The IUSB Vision Weblog

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General McInerney: It was a missile

Posted by iusbvision on November 11, 2010

General McInerney is correct that aircraft do not leave a fat con trail at low altitude.

Many times this very writer has witnessed F-15’s, F16, F-111’s do vertical climbs many times while in the military.  I have also worked with and around those fighter aircraft as well as the T-38, the T-37 and the big tankers.  I have training in AGE equipment, aircraft armament systems and airborne munitions. I graduated at the top of my class in every military tech school I attended.

It took me a while to finally see a real copy of the video and not just the snippets that have appeared on TV and in my experienced, and educated opinion General McInerney is very likely to be spot on. The plum being so thick at the lower altitudes indicates solid rocket fuel or a liquid rocket propellant. Jets use a very different type of engine that just doesn’t behave like that.  The object is likely going away and to the right of the camera at about a 48 degree angle. It appears to have less speed since it is traveling out to sea to the northwest away from the camera.

The course correction at altitude is also indicative. This was a keen and experienced observation from the general. A missile makes a course correction at a programmed altitude when its guidance system takes over from the launch sequence.  A plane in the kind of optical illusion would not have had a change in course in the way that we saw. For a plane to do that it would have had to have decided to break from its straight line course and follow the edge of a small half circle and then come out with a slight course correction. A plane out to sea would be flying in a straight line at an altitude that no one else was, so no course correction of that kind of maneuver would have been necessary. If it was a plane doing that kind of course correction an Air Traffic Controller would have had to have ordered it and it would have been recorded.

I have seen high altitude con trails a thousands times. At that altitude one would not see the flash from a rocket engine at the tip of the con trail if it were a jet. This indicates that it started at lower altitude. Even with afterburners on in the case of a fighter jet, jet engine exhaust flash is not nearly as bright as that of a rocket as you can see in this video here (the music in the video is irritating so feel free to mute it):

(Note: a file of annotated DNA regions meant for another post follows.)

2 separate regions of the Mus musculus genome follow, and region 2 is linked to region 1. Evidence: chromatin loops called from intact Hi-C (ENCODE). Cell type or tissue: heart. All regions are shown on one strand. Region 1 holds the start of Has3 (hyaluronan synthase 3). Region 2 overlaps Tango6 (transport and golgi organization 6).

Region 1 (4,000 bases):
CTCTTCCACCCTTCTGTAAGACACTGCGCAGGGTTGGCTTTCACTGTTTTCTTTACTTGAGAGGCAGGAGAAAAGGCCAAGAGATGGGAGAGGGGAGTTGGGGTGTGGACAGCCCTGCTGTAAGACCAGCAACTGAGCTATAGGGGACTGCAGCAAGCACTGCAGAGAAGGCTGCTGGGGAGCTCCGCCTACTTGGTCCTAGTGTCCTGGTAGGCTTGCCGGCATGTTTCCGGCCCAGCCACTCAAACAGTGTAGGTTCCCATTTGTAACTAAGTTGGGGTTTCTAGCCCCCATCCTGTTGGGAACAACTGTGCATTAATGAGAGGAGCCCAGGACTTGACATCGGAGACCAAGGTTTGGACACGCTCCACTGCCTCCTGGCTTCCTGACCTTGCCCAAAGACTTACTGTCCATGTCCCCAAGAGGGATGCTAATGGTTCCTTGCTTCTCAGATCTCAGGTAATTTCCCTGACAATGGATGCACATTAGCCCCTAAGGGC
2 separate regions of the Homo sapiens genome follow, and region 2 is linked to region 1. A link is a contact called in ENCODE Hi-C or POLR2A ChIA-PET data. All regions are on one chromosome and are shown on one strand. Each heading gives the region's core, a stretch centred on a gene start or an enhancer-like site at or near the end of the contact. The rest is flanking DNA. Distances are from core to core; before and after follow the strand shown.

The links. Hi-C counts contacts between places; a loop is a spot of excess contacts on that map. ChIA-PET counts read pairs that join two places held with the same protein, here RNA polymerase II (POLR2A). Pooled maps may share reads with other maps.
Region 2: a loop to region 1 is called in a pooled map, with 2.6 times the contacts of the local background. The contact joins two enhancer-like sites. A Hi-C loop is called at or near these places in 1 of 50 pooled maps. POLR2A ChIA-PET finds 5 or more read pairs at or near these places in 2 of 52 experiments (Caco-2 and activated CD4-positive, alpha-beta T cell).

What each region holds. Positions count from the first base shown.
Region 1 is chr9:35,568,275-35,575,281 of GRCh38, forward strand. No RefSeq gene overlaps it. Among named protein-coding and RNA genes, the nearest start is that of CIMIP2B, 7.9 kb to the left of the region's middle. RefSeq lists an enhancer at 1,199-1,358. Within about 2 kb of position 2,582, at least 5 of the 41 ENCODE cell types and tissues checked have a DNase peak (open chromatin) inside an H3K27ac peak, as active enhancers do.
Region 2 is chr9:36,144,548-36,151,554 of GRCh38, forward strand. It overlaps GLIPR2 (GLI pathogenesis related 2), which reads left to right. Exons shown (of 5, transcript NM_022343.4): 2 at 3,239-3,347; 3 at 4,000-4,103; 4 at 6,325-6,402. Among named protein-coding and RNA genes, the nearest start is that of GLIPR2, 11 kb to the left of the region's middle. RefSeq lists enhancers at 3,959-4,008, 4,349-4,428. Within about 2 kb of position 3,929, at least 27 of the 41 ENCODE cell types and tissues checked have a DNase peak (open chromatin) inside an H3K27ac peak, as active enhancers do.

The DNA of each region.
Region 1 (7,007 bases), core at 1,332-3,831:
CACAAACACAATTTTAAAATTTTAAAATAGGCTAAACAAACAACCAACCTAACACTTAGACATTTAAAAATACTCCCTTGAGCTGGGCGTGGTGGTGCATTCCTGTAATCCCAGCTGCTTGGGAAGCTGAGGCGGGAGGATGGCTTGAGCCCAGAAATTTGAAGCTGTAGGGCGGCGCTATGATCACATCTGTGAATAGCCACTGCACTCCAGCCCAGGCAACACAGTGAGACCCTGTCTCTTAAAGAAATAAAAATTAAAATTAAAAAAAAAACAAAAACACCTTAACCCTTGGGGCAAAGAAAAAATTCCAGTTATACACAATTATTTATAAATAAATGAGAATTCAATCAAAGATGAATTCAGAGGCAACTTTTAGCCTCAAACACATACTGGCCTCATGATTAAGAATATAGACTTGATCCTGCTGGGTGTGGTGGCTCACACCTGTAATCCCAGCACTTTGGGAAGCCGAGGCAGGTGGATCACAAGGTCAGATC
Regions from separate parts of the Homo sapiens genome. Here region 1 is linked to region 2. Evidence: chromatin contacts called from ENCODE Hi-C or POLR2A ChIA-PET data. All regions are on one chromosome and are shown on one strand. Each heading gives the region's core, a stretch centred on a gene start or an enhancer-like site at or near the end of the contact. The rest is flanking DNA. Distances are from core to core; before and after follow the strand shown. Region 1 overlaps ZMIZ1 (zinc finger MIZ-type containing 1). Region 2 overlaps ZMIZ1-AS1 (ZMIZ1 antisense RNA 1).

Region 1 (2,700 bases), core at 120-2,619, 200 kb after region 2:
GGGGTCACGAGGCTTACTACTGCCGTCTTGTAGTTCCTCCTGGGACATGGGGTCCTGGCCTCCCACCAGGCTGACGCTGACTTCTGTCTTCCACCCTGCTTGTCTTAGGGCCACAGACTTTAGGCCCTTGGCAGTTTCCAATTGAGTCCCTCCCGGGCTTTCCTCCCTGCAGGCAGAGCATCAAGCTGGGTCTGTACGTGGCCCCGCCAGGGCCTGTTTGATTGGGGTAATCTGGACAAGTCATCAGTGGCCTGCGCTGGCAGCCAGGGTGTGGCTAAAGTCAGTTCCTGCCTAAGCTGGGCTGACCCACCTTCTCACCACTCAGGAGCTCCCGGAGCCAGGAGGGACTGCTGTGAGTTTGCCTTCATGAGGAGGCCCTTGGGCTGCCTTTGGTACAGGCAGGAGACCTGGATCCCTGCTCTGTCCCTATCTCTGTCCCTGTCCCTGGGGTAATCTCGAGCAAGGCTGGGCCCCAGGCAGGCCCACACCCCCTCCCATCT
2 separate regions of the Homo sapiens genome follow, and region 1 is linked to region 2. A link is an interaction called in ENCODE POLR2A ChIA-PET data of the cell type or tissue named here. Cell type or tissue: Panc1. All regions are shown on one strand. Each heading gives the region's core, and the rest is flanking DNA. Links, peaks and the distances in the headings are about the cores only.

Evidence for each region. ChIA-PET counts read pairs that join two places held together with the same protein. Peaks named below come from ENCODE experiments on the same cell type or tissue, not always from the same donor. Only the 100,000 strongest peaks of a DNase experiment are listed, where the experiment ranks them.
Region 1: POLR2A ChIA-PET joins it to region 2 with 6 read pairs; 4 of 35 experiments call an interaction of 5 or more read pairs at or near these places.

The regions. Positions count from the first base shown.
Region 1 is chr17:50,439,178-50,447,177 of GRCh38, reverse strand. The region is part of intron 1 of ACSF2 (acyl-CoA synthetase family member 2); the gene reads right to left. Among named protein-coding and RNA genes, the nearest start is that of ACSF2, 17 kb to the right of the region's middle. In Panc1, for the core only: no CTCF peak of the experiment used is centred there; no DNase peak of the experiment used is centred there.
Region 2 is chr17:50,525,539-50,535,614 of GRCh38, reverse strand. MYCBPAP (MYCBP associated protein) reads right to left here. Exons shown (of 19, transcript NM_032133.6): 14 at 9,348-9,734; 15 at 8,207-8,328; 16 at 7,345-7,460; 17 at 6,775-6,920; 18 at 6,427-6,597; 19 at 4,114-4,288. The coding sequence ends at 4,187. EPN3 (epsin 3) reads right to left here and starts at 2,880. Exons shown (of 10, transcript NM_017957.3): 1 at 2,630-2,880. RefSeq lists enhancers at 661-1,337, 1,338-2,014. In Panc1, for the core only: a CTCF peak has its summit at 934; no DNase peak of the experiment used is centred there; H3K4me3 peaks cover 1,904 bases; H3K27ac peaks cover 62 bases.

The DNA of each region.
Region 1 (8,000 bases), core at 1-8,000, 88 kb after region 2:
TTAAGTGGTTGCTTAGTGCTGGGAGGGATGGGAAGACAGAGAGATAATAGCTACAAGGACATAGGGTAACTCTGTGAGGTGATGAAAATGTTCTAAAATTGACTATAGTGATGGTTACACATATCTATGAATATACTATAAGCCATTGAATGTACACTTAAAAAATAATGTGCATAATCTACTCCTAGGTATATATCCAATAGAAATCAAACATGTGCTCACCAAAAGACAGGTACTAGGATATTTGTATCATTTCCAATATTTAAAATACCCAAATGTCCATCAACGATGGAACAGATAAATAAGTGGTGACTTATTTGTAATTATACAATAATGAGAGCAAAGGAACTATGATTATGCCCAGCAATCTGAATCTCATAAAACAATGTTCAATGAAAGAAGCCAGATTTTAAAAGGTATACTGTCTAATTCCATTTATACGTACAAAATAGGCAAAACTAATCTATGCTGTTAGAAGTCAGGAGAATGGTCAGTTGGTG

If it was a plane what plane was it, tracking the flight path of something so big isn’t difficult, yet they cannot tell us. They tell us that they are sure it is not a missile but cannot explain how they came to that determination, and they will not confirm what it is. No parent would tolerate such evasiveness from a child so why should we from the government?

Here are some missile launches for comparison.

ICBM Peacekeeper launch

Trident I C-4 Launch

This is the actual footage. When the camera zooms in you can see the missile and you can see the bright light rocket fuel plume burning quite clearly. 

This is a genuine aircraft con trail in the same sky from another night for comparison and as you can see it is quite different. Notice that this is a measured slow and long course change; nothing like a missile doing a course correction when the guidance system takes over from the launch sequence. 

Now compare this with a SECOND video of the missile launch from 10 miles farther away

I shot this from Mission Viejom, CA (which is about 10 miles from the pacific ocean as the crow flies) Really had no idea what it was until I read about it…

hounddog1011 11/13/2010

Last but not least, those who believe it was a con trail show some other photo’s with a similar effect but there are two problems with their photos: the first is that in order to get a con trail to start to look like that it needs to be exposed to the wind for some time to generate the effect, and even so the visual differences are there. In the missile picture we see that effect happening as the missile goes upward in pretty much real time.

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